The iPhone is a funny thing. On the one hand, it might be the single most useful device ever invented, at least in terms of staying connected and being productive. On the other hand, it's also the single greatest distraction in the history of people trying to stay focused on one thing while being seduced by all of the things you can do on a computer you carry in your pocket.

The reason isn't complicated. Having a device in your pocket that lets you stay connected all the time means that you are, well, connected all the time. That means that while you can email, FaceTime, Slack, message, or do whatever else you do to communicate, you can also YouTube, Twitter, Instagram, and binge-watch Netflix. 

Sometimes--maybe often--you start out trying to do one, and end up realizing you've been doing the other for the last three hours. The battle is real, friends.

But even if you resist the YouTube algorithm, even the apps you use to be productive can turn into a distraction. Email is a particular challenge for me. I can't tell you the number of times I pull out my phone to send a message or take a photo and see the red number badge above the app icon.

That red badge is the worst thing ever. It just calls out to you letting you know how many people want your attention. Surely, that number represents all of the important things you need to do right this very moment.

Mostly, however, it's just garbage. Literally. On any given day, I get probably 250 to 400 emails. There are maybe a dozen I care about, and of those, there might be three or four I need to deal with sooner rather than later. The rest: garbage.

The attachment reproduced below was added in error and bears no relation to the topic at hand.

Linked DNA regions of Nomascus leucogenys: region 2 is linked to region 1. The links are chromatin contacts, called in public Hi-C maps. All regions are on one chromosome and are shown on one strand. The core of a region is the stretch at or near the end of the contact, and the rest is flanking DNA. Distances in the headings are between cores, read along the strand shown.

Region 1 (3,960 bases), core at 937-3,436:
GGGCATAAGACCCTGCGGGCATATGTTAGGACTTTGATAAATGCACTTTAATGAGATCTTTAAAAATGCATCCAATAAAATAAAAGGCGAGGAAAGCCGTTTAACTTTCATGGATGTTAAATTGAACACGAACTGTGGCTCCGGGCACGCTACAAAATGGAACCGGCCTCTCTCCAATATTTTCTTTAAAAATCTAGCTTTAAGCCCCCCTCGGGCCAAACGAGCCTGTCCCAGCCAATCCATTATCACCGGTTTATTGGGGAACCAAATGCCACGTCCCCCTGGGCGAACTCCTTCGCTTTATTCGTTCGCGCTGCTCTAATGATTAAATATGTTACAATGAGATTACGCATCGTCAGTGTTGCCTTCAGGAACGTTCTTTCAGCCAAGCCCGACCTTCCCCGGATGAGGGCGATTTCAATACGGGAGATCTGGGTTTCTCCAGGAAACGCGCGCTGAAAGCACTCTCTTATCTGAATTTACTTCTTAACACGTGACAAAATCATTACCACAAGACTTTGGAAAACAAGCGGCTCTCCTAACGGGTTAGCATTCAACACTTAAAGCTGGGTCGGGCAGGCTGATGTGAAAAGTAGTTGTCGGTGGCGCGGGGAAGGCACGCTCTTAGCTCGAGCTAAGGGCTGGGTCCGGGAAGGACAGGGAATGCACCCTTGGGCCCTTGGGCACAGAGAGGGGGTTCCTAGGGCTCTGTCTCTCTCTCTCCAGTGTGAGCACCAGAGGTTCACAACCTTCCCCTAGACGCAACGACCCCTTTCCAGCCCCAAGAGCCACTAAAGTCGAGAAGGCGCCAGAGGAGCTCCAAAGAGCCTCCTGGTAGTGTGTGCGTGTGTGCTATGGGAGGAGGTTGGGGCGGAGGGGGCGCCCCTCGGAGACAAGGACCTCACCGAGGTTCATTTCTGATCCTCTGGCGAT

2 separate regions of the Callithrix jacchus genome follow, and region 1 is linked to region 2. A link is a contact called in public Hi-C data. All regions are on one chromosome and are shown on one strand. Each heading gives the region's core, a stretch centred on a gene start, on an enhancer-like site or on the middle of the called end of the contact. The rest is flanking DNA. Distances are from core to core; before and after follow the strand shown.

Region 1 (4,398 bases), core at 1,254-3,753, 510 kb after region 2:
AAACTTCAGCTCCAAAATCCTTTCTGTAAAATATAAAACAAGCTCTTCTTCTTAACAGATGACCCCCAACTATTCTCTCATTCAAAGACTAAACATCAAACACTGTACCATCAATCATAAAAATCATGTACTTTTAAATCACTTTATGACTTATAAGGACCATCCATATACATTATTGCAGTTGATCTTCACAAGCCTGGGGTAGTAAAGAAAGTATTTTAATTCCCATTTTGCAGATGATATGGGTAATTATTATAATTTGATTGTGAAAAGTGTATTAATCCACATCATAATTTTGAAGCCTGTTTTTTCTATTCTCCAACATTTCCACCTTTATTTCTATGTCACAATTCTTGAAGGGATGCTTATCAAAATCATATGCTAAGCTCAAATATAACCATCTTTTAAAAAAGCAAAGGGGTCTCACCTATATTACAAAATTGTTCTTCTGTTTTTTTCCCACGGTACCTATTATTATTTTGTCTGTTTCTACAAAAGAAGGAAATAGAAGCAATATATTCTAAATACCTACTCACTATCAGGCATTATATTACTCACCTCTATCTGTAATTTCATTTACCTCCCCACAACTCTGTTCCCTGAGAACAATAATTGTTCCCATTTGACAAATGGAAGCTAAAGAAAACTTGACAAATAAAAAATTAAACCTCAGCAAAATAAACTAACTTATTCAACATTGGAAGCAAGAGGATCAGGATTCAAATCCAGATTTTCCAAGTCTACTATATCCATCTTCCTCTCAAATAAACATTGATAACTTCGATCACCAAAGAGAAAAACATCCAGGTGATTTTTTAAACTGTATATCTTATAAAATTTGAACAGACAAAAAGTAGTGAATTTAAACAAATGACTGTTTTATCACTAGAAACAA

The problem is that staring at that red badge, I have no idea which is which. All I see is a number that never stops growing. Finally, I realized I could do something about it. I turned it off. 

You can do that too, you know. There's nothing that says you have to have the badge on the app icon taunting you all day long. There are enough things to distract you from your focus, you don't need any help from little red notification badges. 

Thankfully, it's actually really easy. In the Notifications section of the Settings app on your iPhone, you can decide which apps can show notifications. In most communication apps, that includes the ability to show badges. Just turn them all off.

By the way, this might be even more useful on the Mac. If you spend a lot of time staring at a screen, and you find yourself getting distracted by the red dots on the Mail, Slack, or Messages icons in your dock, just turn them off. Your life will be much happier, less stressful, and probably way more productive. 

Try it for a week. It's going to feel terrible at first, but, I promise, it's a much more peaceful way to work--and live. You'll eventually stop worrying so much about how much needs your attention throughout the day, and be more intentional about the time you devote to your inbox. I tend to peek at it two or three times a day, and deal with what is urgent, and delete the rest. 

Pro Tip: On my iPhone (and my Mac), I also have Mail set to only send me a notification if I get an email from one of a small number of people. Mail makes it easy to designate certain contacts as VIP, and you can choose to only get notifications when they send you an email. 

That way, even if I don't have the constant reminder that there are emails requiring my attention, I can see if one of those people sends me something. You can also fine tune this for apps like Messages, Slack, and Mail using Apple's new Focus setting. 

The point is, sometimes I want to see when an email comes in from my wife, or a specific co-worker, or when a message comes from one of our daughters. In that case, I can just tap the drop-down notification banner and deal with it, without seeing how many unread messages or emails I have.